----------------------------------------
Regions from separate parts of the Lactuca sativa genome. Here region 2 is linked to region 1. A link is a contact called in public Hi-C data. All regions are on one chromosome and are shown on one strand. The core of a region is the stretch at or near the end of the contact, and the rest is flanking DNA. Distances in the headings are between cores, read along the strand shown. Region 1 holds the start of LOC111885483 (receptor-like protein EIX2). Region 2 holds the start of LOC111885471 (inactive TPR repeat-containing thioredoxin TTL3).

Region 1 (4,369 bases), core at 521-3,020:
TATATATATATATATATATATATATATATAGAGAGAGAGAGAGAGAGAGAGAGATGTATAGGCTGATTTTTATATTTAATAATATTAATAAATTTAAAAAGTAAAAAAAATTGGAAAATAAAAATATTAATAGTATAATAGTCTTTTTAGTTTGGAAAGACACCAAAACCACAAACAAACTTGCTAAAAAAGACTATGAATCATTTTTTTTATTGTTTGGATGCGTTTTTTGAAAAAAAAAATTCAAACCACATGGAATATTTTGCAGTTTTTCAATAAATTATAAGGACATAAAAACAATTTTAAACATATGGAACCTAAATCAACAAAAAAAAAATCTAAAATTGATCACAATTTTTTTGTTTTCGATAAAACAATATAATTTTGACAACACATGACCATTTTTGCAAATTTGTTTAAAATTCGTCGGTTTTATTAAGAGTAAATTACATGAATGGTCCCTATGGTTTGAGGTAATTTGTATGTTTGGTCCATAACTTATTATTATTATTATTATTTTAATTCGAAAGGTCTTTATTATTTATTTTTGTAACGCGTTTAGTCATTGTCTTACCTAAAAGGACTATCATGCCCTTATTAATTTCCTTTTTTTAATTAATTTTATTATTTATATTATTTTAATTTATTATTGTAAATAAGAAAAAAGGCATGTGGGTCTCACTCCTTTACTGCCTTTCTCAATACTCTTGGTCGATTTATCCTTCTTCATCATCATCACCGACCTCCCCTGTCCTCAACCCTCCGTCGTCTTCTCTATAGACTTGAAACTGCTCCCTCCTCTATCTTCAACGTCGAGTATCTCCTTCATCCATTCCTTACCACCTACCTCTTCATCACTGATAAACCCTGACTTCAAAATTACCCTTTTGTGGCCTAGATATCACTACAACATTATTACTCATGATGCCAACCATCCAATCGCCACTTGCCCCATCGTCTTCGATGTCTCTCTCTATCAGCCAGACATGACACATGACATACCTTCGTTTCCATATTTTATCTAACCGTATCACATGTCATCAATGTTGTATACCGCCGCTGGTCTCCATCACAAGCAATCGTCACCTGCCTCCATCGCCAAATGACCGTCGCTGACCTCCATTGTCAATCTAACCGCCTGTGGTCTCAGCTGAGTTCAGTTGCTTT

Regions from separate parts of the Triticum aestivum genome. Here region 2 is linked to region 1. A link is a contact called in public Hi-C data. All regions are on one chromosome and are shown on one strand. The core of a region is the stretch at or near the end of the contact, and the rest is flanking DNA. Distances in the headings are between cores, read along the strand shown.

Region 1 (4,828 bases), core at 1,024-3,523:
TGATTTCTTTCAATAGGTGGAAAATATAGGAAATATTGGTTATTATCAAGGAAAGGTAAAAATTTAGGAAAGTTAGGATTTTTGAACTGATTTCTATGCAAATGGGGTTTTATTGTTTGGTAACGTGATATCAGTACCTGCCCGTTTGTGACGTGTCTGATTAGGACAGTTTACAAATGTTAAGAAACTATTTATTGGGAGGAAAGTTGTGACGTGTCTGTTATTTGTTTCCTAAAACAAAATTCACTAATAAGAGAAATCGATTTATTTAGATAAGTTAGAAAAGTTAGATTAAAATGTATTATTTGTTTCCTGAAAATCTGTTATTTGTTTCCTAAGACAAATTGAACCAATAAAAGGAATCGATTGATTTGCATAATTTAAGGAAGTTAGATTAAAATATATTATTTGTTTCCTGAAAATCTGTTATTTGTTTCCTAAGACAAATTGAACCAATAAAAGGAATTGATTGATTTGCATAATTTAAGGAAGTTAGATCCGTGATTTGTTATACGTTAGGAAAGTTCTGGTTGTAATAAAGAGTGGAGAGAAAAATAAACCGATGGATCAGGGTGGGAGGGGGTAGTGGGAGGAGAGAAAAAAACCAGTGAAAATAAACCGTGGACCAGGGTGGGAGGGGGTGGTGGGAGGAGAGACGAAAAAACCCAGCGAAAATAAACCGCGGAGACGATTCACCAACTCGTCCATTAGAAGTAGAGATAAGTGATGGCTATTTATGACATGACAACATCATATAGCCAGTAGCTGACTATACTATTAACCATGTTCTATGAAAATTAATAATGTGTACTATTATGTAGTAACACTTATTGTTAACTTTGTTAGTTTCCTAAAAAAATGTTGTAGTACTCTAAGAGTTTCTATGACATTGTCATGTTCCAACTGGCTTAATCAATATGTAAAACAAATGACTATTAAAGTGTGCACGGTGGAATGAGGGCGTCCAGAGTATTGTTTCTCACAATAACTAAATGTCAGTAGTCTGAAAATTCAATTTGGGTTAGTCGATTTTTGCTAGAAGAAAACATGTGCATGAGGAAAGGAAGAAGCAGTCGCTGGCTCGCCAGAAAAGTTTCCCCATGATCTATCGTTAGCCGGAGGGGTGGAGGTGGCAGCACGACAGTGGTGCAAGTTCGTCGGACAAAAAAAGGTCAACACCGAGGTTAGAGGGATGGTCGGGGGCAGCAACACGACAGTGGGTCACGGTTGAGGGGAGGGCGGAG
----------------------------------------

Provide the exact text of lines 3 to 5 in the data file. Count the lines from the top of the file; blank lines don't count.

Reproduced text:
TATATATATATATATATATATATATATATAGAGAGAGAGAGAGAGAGAGAGAGATGTATAGGCTGATTTTTATATTTAATAATATTAATAAATTTAAAAAGTAAAAAAAATTGGAAAATAAAAATATTAATAGTATAATAGTCTTTTTAGTTTGGAAAGACACCAAAACCACAAACAAACTTGCTAAAAAAGACTATGAATCATTTTTTTTATTGTTTGGATGCGTTTTTTGAAAAAAAAAATTCAAACCACATGGAATATTTTGCAGTTTTTCAATAAATTATAAGGACATAAAAACAATTTTAAACATATGGAACCTAAATCAACAAAAAAAAAATCTAAAATTGATCACAATTTTTTTGTTTTCGATAAAACAATATAATTTTGACAACACATGACCATTTTTGCAAATTTGTTTAAAATTCGTCGGTTTTATTAAGAGTAAATTACATGAATGGTCCCTATGGTTTGAGGTAATTTGTATGTTTGGTCCATAACTTATTATTATTATTATTATTTTAATTCGAAAGGTCTTTATTATTTATTTTTGTAACGCGTTTAGTCATTGTCTTACCTAAAAGGACTATCATGCCCTTATTAATTTCCTTTTTTTAATTAATTTTATTATTTATATTATTTTAATTTATTATTGTAAATAAGAAAAAAGGCATGTGGGTCTCACTCCTTTACTGCCTTTCTCAATACTCTTGGTCGATTTATCCTTCTTCATCATCATCACCGACCTCCCCTGTCCTCAACCCTCCGTCGTCTTCTCTATAGACTTGAAACTGCTCCCTCCTCTATCTTCAACGTCGAGTATCTCCTTCATCCATTCCTTACCACCTACCTCTTCATCACTGATAAACCCTGACTTCAAAATTACCCTTTTGTGGCCTAGATATCACTACAACATTATTACTCATGATGCCAACCATCCAATCGCCACTTGCCCCATCGTCTTCGATGTCTCTCTCTATCAGCCAGACATGACACATGACATACCTTCGTTTCCATATTTTATCTAACCGTATCACATGTCATCAATGTTGTATACCGCCGCTGGTCTCCATCACAAGCAATCGTCACCTGCCTCCATCGCCAAATGACCGTCGCTGACCTCCATTGTCAATCTAACCGCCTGTGGTCTCAGCTGAGTTCAGTTGCTTT

Regions from separate parts of the Triticum aestivum genome. Here region 2 is linked to region 1. A link is a contact called in public Hi-C data. All regions are on one chromosome and are shown on one strand. The core of a region is the stretch at or near the end of the contact, and the rest is flanking DNA. Distances in the headings are between cores, read along the strand shown.

Region 1 (4,828 bases), core at 1,024-3,523: